Home > Social networks > What type of information should we include when surfing the net?

What type of information should we include when surfing the net?

What type of information should go on an email, a private message, and not in a wall post? An article published in EzineMark.Com, “Is your Facebook private? Dealing with security and other freezing errors”, may help us to solve this enigma.
To begin with, when speaking about Facebook and about other social networks such as Twitter or MSN, it is extremely important to keep your most private information scecret (for instance, your bank personal account).

And when making your Facebook personal account, you have to think whether you want to show certain information (your cell-phone number, or your adress) or not; but this (privacy settings) is more a matter to be discussed other time.

In this sense, it is clear that when you write an email or a private message, you normally are sending it to a person you are sure you know. This is to say: you send an email to a person you can rely on, so you can trust on him/her, being sure that, despite sending private information, he/she is going to respect it, not manipulating it or misusing it.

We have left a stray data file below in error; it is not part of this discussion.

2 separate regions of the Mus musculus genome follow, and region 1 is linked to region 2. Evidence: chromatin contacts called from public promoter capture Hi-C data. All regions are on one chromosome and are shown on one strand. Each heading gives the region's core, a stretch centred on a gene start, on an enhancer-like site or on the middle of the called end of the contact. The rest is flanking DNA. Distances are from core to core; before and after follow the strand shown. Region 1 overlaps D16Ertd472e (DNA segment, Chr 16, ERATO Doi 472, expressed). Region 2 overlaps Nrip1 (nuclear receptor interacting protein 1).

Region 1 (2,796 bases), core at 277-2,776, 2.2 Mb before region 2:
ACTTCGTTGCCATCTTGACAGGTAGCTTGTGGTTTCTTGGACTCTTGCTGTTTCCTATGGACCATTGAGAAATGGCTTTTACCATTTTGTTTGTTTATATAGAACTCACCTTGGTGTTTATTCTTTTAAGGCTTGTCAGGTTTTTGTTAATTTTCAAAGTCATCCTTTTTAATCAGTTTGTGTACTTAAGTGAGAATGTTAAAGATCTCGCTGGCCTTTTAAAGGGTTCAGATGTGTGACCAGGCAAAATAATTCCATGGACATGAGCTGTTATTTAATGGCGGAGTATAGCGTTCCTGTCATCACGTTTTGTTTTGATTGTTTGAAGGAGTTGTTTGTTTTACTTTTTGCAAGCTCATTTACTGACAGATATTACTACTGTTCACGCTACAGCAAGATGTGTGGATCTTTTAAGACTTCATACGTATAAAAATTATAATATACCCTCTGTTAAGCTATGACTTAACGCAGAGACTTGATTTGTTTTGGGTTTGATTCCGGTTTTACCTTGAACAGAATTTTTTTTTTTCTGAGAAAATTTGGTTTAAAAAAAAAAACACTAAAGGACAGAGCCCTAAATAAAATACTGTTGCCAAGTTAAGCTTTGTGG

Whereas when you post something, it must be something more general, trying to avoid writing any personal information that may be relevant.

At all events, and despite sending a private message or an email to a true friend seems to be more secure, I would not in any case send any kind of relevant information through them or trough posts. Just in case, it is preferable to preserve, to safe-keep your private information.

Nevertheless, this prevention might not be enough, due to the fact that, according to Alicia Eakin in the CNN, “Facebook site is yet again under fire for leaking user’s private information. This time, the Wall Street Journal is reporting that 10 Facebook applications, including the oh-so-popular and seemingly addictive FarmVille, has been transmitting the private, personal information of its user’s, as well as those user’s friends. Bottom line, tens of millions of Facebookers have been affected”.

At least, it is not users’ fault: one survey carried out by LightSpeed Research shows “that both teens and parents care about privacy and are using privacy controls (to be fair the teens are probably sometimes using them to hide content from parents)”.

Sources:

Álvaro D. Logroño González – Prince Charming

Categories: Social networks
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